By Alex P. Vidal/ PNS
VANCOUVER, British Columbia – Learning seven simple phrases is not much more difficult than learning to use chopsticks.
This was the gist of former Vancouver mayor Sam Sullivan’s message when he conceptualized the introduction of seven phrases of Vancouver’s three most important languages — Cantonese, Punjabi and Tagalog—in a forum on “Greeting Fluency” at the Global Civic Society on Hamilton Street last December 9.
Sullivan invited three lecturers to speak on the three languages in a three-hour forum attended by college teachers, businessmen, students, community leaders, among other professionals and sector representatives.
Cantonese, one of the nine major languages spoken in China by people mostly in the southern province of Canton (Guangdong) and in nearby areas, is Vancouver’s second most spoken dialect, according to lecturer David Choi.
Punjabi is the spoken dialect in India and Pakistan, while Tagalog is official language of the Filipinos, now the third largest visible minority in British Columbia with almost 120,000 population.
Sullivan said although they ultimately come from the same source they now belong to completely different language families.
He said greeting fluency can be achieved by learning at least seven simple phrases in another language. By learning even seven short phrases one can experience the sounds and structures that define a whole culture and open doors to a community of neighbours.
“Vancouver has many new citizens who struggle daily in a sea of the strange sounds of English,” said the former mayor who is recipient of the Order of Canada.
He added: “Their mother languages are a deep part of their sense of identity with sounds that are familiar and elicit memories of another home. To have someone address them in their own native language is like the comforting sound of an old friend and can create an immediate bond.”
Sullivan pointed out that over the last few decades, Vancouver’s streets have filled with voices speaking more than 100 languages. “For most of us the sounds seem like impenetrable babble. Although it is unlikely that any of us will become fluent in these languages, this should not deter us from discovering the treasures that they hold nor the richness of the relationships they can lead to. I believe that with a minimal amount of effort most of us can become Greeting Fluent,” he said.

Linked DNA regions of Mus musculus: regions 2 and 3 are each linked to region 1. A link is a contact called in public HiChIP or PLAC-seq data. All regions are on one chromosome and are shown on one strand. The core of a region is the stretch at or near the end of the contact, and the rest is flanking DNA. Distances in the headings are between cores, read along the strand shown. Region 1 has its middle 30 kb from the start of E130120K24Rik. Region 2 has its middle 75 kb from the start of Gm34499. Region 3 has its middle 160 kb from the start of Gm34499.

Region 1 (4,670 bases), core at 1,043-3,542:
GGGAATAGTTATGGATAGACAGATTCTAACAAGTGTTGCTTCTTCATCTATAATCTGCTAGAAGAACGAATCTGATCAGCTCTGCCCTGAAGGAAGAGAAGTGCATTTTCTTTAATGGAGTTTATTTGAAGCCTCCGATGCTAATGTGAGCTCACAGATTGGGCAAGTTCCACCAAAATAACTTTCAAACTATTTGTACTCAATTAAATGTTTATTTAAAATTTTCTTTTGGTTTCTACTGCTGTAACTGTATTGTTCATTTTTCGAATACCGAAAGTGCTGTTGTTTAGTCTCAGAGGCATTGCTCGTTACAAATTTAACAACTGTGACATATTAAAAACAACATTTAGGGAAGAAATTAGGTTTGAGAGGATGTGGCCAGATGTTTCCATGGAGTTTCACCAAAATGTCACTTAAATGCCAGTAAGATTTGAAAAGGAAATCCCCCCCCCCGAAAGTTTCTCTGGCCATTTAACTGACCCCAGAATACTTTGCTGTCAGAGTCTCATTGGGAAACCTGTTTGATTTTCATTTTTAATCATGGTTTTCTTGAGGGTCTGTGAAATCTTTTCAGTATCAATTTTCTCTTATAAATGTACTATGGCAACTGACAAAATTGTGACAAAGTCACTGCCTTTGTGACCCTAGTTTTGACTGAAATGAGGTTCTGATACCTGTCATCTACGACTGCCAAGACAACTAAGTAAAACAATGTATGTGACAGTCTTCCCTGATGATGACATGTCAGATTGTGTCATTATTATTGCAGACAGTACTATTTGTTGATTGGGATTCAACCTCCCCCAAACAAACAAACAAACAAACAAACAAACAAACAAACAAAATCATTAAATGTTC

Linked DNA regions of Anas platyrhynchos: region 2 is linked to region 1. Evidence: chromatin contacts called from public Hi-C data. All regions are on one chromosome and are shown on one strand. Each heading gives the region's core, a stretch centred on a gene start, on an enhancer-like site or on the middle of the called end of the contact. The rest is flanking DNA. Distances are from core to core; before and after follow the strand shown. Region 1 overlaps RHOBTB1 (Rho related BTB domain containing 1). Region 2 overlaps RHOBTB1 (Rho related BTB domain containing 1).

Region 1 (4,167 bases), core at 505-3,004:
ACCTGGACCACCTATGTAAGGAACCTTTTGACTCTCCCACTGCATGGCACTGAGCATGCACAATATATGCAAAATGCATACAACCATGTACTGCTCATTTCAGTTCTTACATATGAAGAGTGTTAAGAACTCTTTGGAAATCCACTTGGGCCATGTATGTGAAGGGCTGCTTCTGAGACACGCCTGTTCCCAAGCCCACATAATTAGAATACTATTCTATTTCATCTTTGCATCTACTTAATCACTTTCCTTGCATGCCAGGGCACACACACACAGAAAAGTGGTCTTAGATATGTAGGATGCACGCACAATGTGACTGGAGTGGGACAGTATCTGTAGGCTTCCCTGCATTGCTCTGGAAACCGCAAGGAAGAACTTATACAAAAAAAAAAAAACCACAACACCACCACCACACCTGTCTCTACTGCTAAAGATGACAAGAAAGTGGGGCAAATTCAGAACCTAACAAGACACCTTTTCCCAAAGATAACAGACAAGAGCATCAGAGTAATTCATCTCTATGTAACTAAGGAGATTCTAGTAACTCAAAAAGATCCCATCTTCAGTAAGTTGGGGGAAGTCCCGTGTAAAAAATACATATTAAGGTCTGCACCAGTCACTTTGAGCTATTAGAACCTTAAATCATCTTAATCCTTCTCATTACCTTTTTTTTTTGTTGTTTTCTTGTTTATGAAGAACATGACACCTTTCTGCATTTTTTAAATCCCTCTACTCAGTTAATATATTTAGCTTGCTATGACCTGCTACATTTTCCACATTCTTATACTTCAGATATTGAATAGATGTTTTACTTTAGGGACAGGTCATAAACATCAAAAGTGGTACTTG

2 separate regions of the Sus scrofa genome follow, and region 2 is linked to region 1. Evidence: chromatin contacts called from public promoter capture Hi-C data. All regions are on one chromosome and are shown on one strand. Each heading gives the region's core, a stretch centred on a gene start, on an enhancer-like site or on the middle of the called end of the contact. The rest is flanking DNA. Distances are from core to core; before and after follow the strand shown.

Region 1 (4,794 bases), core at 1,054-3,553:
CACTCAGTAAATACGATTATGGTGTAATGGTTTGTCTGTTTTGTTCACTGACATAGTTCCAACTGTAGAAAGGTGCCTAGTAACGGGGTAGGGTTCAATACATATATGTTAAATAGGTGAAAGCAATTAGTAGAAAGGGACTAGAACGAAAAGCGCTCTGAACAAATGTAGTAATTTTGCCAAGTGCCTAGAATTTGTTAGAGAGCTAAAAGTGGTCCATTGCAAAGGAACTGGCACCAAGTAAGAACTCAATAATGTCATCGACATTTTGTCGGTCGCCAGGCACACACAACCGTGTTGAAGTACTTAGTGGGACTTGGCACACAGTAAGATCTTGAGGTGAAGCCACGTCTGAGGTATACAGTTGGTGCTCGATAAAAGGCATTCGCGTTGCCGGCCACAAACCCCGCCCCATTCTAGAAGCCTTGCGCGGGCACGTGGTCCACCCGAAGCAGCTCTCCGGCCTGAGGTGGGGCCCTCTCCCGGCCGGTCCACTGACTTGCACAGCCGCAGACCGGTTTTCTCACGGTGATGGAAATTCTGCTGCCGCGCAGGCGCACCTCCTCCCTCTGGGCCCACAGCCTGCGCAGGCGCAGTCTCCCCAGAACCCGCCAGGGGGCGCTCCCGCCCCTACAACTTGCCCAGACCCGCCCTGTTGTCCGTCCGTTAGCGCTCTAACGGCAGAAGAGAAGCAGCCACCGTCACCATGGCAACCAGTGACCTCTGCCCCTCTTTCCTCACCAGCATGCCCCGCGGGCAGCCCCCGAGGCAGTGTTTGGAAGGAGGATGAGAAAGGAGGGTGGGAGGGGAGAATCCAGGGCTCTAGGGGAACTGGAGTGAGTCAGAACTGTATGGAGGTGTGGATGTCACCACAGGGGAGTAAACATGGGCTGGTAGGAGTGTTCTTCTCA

Vancouver has many new citizens who struggle daily in a sea of the strange sounds of English, according to Sullivan, a wheelchair user who is Canada’s Paralympics ambassador.
“Their mother languages are a deep part of their sense of identity with sounds that are familiar and elicit memories of another home. To have someone address them in their own native language is like the comforting sound of an old friend and can create an immediate bond,” he said.
“An old saying declares that if we learn another language we will gain another soul. Every language dissects and analyzes our world in different ways.”
He added that “languages can shape the way we perceive and entire value systems and traces of ancient history are embedded in them.”
“Perhaps the reason most English speakers don’t make an effort to speak another language is because we assume others will treat us the way we treat them,” Sullivan explained.
Thousands of new citizens in the community reportedly “make the herculean effort daily to live their public life in our strange language.”
“The response they get from us is impatience, a critical comment, a passing over. What a difference when an English speaker utters an awkward phrase in one of our many other languages,” the former mayor said.
“The eyes light up, great big smiles, gasps of joy, sometimes applause. A good reason to become Greeting Fluent is to become aware of the struggles of our neighbours and to make a gesture of solidarity to our fellow citizens.”